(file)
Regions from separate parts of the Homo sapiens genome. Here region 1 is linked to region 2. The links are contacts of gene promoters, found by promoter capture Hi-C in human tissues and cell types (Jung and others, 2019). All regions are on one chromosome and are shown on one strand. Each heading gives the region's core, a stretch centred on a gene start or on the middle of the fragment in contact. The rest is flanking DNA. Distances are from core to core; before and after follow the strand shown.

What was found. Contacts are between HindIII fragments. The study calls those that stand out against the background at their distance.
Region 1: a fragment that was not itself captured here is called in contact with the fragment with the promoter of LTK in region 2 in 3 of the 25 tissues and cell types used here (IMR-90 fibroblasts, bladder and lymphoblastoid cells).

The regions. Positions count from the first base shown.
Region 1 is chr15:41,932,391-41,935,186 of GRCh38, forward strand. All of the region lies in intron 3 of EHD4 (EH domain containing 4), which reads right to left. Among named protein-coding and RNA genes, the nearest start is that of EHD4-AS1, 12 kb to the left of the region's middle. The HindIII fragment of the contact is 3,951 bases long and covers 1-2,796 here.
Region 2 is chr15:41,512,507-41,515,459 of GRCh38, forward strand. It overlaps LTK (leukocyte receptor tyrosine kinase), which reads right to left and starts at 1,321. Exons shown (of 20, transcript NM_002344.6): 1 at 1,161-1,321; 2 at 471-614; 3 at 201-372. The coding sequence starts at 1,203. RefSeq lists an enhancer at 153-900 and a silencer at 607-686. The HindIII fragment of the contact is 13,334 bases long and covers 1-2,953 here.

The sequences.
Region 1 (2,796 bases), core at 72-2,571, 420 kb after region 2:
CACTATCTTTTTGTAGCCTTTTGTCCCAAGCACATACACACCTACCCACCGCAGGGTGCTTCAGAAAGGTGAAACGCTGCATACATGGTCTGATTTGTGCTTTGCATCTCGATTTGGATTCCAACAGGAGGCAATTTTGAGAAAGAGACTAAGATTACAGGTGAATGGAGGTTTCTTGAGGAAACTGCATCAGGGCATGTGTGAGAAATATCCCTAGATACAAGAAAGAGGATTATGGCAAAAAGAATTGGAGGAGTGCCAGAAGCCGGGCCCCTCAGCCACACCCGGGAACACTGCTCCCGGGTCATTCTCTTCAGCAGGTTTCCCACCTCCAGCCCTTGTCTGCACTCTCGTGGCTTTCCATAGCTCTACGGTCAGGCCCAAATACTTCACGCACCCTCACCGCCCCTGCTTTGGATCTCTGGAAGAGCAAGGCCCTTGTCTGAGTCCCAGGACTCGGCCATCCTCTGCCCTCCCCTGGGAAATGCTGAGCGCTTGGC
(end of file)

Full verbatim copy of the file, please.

Regions from separate parts of the Homo sapiens genome. Here region 1 is linked to region 2. The links are contacts of gene promoters, found by promoter capture Hi-C in human tissues and cell types (Jung and others, 2019). All regions are on one chromosome and are shown on one strand. Each heading gives the region's core, a stretch centred on a gene start or on the middle of the fragment in contact. The rest is flanking DNA. Distances are from core to core; before and after follow the strand shown.

What was found. Contacts are between HindIII fragments. The study calls those that stand out against the background at their distance.
Region 1: a fragment that was not itself captured here is called in contact with the fragment with the promoter of LTK in region 2 in 3 of the 25 tissues and cell types used here (IMR-90 fibroblasts, bladder and lymphoblastoid cells).

The regions. Positions count from the first base shown.
Region 1 is chr15:41,932,391-41,935,186 of GRCh38, forward strand. All of the region lies in intron 3 of EHD4 (EH domain containing 4), which reads right to left. Among named protein-coding and RNA genes, the nearest start is that of EHD4-AS1, 12 kb to the left of the region's middle. The HindIII fragment of the contact is 3,951 bases long and covers 1-2,796 here.
Region 2 is chr15:41,512,507-41,515,459 of GRCh38, forward strand. It overlaps LTK (leukocyte receptor tyrosine kinase), which reads right to left and starts at 1,321. Exons shown (of 20, transcript NM_002344.6): 1 at 1,161-1,321; 2 at 471-614; 3 at 201-372. The coding sequence starts at 1,203. RefSeq lists an enhancer at 153-900 and a silencer at 607-686. The HindIII fragment of the contact is 13,334 bases long and covers 1-2,953 here.

The sequences.
Region 1 (2,796 bases), core at 72-2,571, 420 kb after region 2:
CACTATCTTTTTGTAGCCTTTTGTCCCAAGCACATACACACCTACCCACCGCAGGGTGCTTCAGAAAGGTGAAACGCTGCATACATGGTCTGATTTGTGCTTTGCATCTCGATTTGGATTCCAACAGGAGGCAATTTTGAGAAAGAGACTAAGATTACAGGTGAATGGAGGTTTCTTGAGGAAACTGCATCAGGGCATGTGTGAGAAATATCCCTAGATACAAGAAAGAGGATTATGGCAAAAAGAATTGGAGGAGTGCCAGAAGCCGGGCCCCTCAGCCACACCCGGGAACACTGCTCCCGGGTCATTCTCTTCAGCAGGTTTCCCACCTCCAGCCCTTGTCTGCACTCTCGTGGCTTTCCATAGCTCTACGGTCAGGCCCAAATACTTCACGCACCCTCACCGCCCCTGCTTTGGATCTCTGGAAGAGCAAGGCCCTTGTCTGAGTCCCAGGACTCGGCCATCCTCTGCCCTCCCCTGGGAAATGCTGAGCGCTTGGC